The main aim of this research is to gain insight on the level of awareness of breast cancer among young adult females in the UAE; hence assessing if there is a need to implement interventional programs to encourage and increase awareness of breast cancer based on the identified level of knowledge. Several studies have been conducted in different emirates in the UAE to investigate women’s knowledge and their awareness of breast cancer in different age groups (Elobaid et al. 2014)  ; (Abduelkarem et al. 2015)  . However, none of these studies were aimed at the UAE as a whole. In addition, we strongly emphasized on the “golden age” for awareness by targeting the young adult female population only. Public education about a disease is pragmatic and simple, yet a pivotal tool that would help in early detection and would subsequently improve the prognosis by providing better chances for successful treatments and definitive cures.
2.1. Study Design
A descriptive cross-sectional survey was used to conduct this research.
2.2. Ethical Consideration
All the necessary approvals for carrying out the research were obtained. The Deanship of Scientific Research Ethics Committee at the University of Sharjah approved the study protocol. In addition, each questionnaire included a written informed consent de- monstrating the researchers’ names and explaining the objective and protocol of the research. The informed consent was signed by all participants. Privacy and confidentiality were insured. Study subjects were permitted to withdraw from the research at any time and their responses were considered invalid and discarded. There were no further requirements to obtain ethical approval for this study in the UAE.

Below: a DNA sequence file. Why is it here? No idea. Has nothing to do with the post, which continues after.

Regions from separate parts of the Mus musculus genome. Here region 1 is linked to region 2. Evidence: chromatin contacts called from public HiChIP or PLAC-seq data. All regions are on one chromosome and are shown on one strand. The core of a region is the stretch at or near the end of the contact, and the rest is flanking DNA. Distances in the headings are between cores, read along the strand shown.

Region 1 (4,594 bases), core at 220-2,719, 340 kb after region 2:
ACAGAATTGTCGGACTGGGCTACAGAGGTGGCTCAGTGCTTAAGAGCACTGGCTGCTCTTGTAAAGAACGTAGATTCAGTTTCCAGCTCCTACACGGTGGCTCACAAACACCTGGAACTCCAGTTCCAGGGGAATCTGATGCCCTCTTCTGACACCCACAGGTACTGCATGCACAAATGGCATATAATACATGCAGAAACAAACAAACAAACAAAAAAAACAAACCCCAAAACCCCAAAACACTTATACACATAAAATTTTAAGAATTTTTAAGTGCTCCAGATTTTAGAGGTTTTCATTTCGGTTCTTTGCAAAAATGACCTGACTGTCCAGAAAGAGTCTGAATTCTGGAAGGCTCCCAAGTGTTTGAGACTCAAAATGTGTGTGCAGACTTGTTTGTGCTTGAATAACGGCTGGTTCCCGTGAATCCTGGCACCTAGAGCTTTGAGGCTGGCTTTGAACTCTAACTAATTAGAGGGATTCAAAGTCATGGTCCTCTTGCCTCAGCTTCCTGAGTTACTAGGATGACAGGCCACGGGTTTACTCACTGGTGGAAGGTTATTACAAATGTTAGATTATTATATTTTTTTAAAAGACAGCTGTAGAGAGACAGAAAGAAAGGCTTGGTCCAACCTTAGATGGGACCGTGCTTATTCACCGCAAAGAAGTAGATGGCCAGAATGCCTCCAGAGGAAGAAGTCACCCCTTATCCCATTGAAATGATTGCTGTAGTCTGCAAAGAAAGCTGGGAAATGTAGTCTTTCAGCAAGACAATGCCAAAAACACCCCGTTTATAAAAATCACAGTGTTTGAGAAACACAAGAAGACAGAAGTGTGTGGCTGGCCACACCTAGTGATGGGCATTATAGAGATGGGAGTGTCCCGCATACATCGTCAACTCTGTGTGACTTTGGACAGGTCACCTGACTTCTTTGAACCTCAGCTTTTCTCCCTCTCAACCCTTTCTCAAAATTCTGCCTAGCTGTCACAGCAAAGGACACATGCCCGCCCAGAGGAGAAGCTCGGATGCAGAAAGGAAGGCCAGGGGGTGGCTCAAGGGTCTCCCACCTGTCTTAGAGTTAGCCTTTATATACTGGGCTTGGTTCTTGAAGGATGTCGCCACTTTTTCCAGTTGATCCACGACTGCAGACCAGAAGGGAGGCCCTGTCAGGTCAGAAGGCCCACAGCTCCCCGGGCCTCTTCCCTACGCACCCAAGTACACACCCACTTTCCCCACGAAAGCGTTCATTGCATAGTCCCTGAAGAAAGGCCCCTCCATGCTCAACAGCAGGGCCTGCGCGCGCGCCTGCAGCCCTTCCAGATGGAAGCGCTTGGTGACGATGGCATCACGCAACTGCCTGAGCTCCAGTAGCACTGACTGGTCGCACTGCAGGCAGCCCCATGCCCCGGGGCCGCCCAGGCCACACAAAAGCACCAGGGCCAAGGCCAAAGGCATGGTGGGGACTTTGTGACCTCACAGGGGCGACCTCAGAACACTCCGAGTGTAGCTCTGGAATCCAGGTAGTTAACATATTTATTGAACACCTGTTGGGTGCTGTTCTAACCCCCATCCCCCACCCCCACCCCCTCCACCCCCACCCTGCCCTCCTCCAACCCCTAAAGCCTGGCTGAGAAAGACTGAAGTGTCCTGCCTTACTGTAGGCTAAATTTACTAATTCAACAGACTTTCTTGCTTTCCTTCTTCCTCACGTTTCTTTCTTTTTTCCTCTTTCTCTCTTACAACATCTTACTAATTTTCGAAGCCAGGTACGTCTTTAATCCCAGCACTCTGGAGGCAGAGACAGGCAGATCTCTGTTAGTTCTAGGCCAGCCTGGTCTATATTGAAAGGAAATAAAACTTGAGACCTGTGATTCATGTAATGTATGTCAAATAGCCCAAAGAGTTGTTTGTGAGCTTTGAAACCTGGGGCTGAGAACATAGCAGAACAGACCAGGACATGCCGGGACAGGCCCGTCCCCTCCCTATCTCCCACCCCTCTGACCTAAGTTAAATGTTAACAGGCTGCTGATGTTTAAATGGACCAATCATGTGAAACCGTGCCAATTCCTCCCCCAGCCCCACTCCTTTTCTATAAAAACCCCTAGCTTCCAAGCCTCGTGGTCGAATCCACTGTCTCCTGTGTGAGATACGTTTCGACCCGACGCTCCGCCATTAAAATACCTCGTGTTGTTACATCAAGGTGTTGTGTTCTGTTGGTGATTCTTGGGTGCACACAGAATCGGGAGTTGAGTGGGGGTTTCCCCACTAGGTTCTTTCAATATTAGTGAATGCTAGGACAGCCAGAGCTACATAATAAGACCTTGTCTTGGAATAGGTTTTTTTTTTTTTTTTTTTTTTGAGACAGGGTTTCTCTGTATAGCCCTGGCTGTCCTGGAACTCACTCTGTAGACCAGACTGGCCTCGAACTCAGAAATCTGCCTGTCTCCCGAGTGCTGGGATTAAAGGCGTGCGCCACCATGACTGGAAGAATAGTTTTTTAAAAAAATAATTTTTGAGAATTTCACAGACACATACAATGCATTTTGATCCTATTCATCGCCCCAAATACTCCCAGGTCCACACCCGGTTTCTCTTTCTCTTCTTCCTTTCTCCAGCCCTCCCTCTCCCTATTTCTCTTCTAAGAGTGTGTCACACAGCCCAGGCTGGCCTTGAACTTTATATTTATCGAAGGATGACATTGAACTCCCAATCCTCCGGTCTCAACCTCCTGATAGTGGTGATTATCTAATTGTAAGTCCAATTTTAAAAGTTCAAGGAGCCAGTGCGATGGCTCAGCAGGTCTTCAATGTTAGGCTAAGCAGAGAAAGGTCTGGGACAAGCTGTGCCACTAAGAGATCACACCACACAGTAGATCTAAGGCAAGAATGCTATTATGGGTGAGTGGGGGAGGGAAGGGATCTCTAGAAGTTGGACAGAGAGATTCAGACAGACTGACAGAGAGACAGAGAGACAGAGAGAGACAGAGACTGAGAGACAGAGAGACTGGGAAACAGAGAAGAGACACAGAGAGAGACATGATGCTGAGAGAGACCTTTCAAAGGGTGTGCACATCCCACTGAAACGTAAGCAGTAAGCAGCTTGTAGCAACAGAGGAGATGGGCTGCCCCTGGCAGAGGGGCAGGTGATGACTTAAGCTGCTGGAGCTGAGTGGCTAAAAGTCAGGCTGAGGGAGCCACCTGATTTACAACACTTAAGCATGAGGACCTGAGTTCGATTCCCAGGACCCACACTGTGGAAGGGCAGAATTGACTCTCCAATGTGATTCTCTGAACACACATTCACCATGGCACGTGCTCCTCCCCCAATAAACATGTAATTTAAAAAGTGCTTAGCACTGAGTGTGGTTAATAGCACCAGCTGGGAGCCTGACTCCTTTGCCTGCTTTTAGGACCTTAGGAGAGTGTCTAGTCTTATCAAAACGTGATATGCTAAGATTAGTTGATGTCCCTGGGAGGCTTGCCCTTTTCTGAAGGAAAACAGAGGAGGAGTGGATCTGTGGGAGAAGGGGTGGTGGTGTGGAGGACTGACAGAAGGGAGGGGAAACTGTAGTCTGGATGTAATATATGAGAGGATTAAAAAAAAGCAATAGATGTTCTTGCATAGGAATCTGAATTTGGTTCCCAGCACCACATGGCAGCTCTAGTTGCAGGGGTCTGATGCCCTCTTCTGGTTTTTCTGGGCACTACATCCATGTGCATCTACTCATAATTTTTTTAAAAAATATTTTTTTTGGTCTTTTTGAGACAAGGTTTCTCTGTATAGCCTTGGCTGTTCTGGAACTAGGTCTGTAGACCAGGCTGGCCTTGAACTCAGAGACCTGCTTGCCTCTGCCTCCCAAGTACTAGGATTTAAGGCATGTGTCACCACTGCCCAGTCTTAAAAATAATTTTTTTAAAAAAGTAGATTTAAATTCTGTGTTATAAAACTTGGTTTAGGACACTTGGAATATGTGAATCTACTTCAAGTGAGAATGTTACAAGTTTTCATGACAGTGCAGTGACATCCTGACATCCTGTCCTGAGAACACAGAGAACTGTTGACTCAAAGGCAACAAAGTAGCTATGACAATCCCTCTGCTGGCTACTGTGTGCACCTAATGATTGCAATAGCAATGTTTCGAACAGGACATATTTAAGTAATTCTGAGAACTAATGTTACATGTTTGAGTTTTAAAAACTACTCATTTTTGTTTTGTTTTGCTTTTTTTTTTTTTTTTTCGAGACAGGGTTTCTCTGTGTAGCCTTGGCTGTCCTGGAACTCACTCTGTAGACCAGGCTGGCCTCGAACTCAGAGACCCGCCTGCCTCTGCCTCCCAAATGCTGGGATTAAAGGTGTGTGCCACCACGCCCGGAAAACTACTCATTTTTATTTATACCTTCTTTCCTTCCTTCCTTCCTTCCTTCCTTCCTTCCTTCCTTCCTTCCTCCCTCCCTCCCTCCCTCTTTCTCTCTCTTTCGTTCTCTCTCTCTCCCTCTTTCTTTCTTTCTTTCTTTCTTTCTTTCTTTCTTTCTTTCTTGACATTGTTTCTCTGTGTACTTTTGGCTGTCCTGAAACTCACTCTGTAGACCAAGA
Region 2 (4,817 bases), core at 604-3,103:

Moreover, the topic of the research may have caused a slight conflict with the society’s cultural and moral values. As the research is about breast cancer, the topic might be a sensitive one to discuss with some participants. In order to minimize discomfort among the female participants, the interviews were held by the female members of the research team.
2.3. Study Subjects and Sampling
The sample was selected based on a convenience sampling method. Inclusion criteria includes: adult females between 25 and 45 years of age that were available at the time of data collection in community centers, health care centers, entertainment centers-malls, family relations, teaching faculty. Exclusion criteria: Personal history of breast cancer, family history of breast cancer. Eligibility for the study was screened for using the consent form in the questionnaire. Data were collected from February 2nd, 2013 until March 1st, 2013. A sample size calculator was used to estimate the number of participants in our study in order to get results that reflect the target population as precisely as needed. The confidence level and interval chosen were 95% and 5 re- spectively. The calculator uses the Kish Leslie formula. The calculation also considered a 10% nonresponse rate. The calculated sample size was 472. However, erroneusly a larger sample of 492 respondents was collected.